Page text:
Inter-Governmental Agreement Signed by Utah and the Navajo Nation

Anna Marie Coronado

On Monday, Feb. 4, Governor Gary R. Herbert joined Navajo Nation leaders, the Utah Department of Human Services’ (DHS) Division of Child and Family Services (DCFS) and the Office of the Attorney General in signing an Inter-Governmental Agreement (IGA) between the State of Utah and the Utah Navajo Nation. The agreement reinforces Utah’s commitment to the Indian Child Welfare Act (ICWA) and brings newly established structure to the relationship between DCFS and the Utah Navajo Nation.

The purpose of ICWA is to preserve and strengthen Indian families and Indian culture. ICWA establishes “minimum federal standards for the removal of Indian children from their families and placement in foster or adoptive homes which will reflect the unique values of Indian culture.” The IGA builds on these standards and elevates child welfare practices in Utah to specifically meet the needs of Navajo children and the tribes in the state. It clarifies responsibilities and contact protocols, timelines and standards for working with Navajo children and families, and agreed upon placement preferences for Navajo children in foster care or adoption cases.

The agreement, an update to the 2005 IGA between the state and the Navajo Nation, is the result of two years of negotiations between the State of Utah and the Utah Navajo Nation. The negotiation process offered an opportunity for stakeholders to develop distinctive, culturally-relevant solutions within the intergovernmental relationship while strengthening the overall practice of ICWA in Utah.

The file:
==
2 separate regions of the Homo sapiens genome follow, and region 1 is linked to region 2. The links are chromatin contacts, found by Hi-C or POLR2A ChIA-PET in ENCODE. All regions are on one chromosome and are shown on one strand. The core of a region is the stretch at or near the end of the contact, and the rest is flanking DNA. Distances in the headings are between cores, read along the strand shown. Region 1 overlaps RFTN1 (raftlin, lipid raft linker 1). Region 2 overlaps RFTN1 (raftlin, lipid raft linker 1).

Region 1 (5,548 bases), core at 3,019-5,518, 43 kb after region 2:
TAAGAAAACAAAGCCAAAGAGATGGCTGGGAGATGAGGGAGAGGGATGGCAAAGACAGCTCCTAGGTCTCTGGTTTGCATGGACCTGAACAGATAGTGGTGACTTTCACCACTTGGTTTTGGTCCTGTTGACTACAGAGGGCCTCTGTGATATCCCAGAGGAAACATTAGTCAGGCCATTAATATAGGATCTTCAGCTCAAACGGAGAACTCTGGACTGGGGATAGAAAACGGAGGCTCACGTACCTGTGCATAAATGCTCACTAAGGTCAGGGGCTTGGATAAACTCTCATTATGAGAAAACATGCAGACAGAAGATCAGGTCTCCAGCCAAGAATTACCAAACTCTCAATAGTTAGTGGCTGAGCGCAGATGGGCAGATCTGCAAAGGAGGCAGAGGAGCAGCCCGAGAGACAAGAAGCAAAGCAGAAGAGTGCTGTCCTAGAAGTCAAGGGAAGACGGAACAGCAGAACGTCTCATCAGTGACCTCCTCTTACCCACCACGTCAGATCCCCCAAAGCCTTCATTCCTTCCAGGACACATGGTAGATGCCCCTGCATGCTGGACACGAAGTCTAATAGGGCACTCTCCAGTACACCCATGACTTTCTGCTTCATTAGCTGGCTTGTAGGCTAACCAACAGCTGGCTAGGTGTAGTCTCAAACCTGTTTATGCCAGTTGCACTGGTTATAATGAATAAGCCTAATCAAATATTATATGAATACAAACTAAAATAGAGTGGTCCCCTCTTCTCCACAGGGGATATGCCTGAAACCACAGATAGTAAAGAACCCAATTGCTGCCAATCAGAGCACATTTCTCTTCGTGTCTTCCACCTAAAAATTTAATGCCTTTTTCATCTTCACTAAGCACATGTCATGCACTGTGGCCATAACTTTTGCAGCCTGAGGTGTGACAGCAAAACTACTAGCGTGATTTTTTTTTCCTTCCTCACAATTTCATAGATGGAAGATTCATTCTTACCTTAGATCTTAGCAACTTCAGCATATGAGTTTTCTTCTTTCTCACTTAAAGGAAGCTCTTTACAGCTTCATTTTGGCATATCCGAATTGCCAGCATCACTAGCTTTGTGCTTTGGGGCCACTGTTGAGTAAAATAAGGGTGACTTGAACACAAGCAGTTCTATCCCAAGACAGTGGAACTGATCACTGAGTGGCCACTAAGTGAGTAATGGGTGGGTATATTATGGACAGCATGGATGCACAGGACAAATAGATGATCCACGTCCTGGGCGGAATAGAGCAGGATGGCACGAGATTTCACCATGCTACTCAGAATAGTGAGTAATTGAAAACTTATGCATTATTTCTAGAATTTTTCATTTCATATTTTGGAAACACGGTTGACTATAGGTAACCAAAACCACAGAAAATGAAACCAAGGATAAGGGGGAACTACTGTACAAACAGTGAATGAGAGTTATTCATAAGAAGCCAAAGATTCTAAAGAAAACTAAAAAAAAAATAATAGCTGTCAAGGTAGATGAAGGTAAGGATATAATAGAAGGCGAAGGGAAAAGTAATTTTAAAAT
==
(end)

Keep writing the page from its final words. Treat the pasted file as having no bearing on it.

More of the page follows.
“I’m grateful to the reps from Utah who worked so well with the Navajo Nation on completing the amendments to the intergovernmental agreement. Both parties were willing to compromise through this effort and stay focused on what is best for Navajo children and families,” Kandis Martine, assistant attorney general for the Navajo Nation said of the negotiation process.

At a time when some states are seeking to weaken or challenge the premise of the Indian Child Welfare Act, Governor Herbert and Utah’s commitment to the strength and success of ICWA is critical, and further demonstrated in the state’s recent decision to join 21 other states in a legal brief filing in support of the law.

“Utah recognizes the value and importance of working to uphold ICWA, and we have found the best way to do this is to sit down with the tribe, at their tribal offices, and work with them on our shared goals,” remarked Alisa Lee, Utah’s ICWA program administrator. “We entered this agreement with the respect that the Navajo Nation are the experts on Navajo children and families.”